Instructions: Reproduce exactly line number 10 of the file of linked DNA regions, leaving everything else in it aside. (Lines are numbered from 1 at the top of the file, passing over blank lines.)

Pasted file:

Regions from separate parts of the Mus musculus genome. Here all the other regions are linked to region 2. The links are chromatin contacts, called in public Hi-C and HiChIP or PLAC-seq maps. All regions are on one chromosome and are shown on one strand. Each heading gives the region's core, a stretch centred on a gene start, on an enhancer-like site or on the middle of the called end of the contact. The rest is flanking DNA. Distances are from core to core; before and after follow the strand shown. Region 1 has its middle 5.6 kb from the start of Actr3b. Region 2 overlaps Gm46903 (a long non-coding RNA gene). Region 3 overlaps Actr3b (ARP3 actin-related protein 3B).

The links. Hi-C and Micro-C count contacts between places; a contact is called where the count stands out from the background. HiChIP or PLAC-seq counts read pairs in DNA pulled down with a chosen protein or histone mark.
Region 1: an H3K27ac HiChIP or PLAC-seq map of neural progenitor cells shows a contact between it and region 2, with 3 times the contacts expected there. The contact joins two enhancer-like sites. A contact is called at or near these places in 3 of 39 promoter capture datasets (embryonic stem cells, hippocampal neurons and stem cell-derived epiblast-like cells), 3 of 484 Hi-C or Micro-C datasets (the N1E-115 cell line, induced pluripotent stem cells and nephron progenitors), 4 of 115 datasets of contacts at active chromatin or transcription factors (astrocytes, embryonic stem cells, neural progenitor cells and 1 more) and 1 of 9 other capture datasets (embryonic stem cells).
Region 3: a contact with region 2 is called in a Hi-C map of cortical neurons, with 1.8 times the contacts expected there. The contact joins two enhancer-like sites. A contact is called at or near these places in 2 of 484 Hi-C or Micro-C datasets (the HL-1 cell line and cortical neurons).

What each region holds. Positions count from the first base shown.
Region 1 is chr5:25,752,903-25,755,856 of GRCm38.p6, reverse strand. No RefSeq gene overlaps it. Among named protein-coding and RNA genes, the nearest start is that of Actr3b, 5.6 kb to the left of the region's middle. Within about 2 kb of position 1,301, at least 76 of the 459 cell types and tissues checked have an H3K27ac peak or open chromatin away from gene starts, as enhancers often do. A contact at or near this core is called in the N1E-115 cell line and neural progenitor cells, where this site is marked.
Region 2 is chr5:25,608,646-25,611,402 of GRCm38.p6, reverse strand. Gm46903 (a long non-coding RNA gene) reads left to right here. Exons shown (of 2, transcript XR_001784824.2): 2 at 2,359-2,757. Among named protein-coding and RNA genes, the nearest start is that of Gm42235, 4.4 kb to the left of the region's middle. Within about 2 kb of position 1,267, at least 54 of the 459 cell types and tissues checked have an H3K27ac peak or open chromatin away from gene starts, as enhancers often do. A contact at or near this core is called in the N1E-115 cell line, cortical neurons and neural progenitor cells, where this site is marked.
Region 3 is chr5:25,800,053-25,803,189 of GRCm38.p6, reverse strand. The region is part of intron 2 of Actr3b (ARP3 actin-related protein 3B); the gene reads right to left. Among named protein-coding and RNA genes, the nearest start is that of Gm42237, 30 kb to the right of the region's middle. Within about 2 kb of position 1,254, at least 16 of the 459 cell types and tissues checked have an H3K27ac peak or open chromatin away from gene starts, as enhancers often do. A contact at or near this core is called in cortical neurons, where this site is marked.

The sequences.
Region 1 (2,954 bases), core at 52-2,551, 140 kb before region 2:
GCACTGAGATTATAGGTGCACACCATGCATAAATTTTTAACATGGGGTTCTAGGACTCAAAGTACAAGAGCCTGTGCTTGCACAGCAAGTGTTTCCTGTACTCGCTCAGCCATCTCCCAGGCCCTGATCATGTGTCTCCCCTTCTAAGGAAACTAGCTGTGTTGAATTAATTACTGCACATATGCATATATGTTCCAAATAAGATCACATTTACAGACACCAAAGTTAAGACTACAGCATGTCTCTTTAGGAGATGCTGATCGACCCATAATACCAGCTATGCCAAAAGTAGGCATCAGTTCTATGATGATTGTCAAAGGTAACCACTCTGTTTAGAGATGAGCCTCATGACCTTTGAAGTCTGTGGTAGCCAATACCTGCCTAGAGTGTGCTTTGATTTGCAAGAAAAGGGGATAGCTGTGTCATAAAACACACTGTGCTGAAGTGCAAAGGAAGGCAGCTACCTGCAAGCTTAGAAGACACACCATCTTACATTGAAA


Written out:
Region 1 (2,954 bases), core at 52-2,551, 140 kb before region 2: